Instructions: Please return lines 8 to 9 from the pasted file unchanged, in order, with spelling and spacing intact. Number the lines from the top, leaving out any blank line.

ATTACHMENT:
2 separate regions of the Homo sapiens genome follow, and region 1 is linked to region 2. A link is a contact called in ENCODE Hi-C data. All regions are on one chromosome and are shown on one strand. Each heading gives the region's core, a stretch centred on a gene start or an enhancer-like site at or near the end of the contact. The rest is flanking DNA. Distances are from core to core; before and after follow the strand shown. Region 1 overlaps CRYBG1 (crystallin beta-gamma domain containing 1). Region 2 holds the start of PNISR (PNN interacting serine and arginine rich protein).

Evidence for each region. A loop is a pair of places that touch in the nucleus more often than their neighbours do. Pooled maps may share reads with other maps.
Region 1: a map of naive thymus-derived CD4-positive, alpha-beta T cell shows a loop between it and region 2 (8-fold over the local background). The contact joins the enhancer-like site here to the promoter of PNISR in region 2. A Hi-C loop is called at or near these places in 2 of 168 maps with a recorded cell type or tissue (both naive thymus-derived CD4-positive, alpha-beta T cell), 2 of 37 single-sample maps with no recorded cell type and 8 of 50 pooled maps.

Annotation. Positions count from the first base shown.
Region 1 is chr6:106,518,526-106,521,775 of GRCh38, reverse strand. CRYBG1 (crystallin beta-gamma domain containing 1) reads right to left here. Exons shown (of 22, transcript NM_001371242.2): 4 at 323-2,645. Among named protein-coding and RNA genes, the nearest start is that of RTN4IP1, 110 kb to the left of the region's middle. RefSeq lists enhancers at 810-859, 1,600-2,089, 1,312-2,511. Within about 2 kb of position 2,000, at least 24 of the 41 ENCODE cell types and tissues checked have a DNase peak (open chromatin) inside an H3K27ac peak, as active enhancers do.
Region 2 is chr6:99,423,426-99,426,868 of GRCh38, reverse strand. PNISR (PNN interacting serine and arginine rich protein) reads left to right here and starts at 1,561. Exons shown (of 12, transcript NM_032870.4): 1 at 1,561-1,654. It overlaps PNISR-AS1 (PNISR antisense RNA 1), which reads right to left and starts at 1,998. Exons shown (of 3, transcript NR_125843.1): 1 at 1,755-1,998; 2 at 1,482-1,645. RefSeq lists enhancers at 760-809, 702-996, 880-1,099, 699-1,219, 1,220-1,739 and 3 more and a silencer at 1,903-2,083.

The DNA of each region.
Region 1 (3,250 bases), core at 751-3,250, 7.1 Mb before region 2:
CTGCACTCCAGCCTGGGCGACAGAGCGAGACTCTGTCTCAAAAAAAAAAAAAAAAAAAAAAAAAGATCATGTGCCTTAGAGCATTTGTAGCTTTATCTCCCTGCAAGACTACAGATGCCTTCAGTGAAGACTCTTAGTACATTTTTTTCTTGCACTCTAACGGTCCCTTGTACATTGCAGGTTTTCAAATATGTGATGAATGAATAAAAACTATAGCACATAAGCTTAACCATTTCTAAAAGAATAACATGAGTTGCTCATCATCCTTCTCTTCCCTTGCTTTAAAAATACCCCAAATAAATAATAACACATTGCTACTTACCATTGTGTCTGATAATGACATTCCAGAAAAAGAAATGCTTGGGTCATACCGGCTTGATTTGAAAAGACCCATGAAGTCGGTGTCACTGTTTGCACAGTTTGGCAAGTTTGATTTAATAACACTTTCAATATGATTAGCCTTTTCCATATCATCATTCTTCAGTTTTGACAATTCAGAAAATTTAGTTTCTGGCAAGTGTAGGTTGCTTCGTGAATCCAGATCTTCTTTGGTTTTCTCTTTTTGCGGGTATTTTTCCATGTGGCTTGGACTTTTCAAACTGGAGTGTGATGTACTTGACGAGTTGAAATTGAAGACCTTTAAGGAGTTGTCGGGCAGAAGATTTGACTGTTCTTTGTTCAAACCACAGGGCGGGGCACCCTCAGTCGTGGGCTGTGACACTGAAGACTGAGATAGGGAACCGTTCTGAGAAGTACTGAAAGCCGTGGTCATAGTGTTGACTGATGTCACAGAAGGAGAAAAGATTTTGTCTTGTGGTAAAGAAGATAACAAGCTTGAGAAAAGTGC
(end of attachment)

Region 1 (3,250 bases), core at 751-3,250, 7.1 Mb before region 2:
CTGCACTCCAGCCTGGGCGACAGAGCGAGACTCTGTCTCAAAAAAAAAAAAAAAAAAAAAAAAAGATCATGTGCCTTAGAGCATTTGTAGCTTTATCTCCCTGCAAGACTACAGATGCCTTCAGTGAAGACTCTTAGTACATTTTTTTCTTGCACTCTAACGGTCCCTTGTACATTGCAGGTTTTCAAATATGTGATGAATGAATAAAAACTATAGCACATAAGCTTAACCATTTCTAAAAGAATAACATGAGTTGCTCATCATCCTTCTCTTCCCTTGCTTTAAAAATACCCCAAATAAATAATAACACATTGCTACTTACCATTGTGTCTGATAATGACATTCCAGAAAAAGAAATGCTTGGGTCATACCGGCTTGATTTGAAAAGACCCATGAAGTCGGTGTCACTGTTTGCACAGTTTGGCAAGTTTGATTTAATAACACTTTCAATATGATTAGCCTTTTCCATATCATCATTCTTCAGTTTTGACAATTCAGAAAATTTAGTTTCTGGCAAGTGTAGGTTGCTTCGTGAATCCAGATCTTCTTTGGTTTTCTCTTTTTGCGGGTATTTTTCCATGTGGCTTGGACTTTTCAAACTGGAGTGTGATGTACTTGACGAGTTGAAATTGAAGACCTTTAAGGAGTTGTCGGGCAGAAGATTTGACTGTTCTTTGTTCAAACCACAGGGCGGGGCACCCTCAGTCGTGGGCTGTGACACTGAAGACTGAGATAGGGAACCGTTCTGAGAAGTACTGAAAGCCGTGGTCATAGTGTTGACTGATGTCACAGAAGGAGAAAAGATTTTGTCTTGTGGTAAAGAAGATAACAAGCTTGAGAAAAGTGC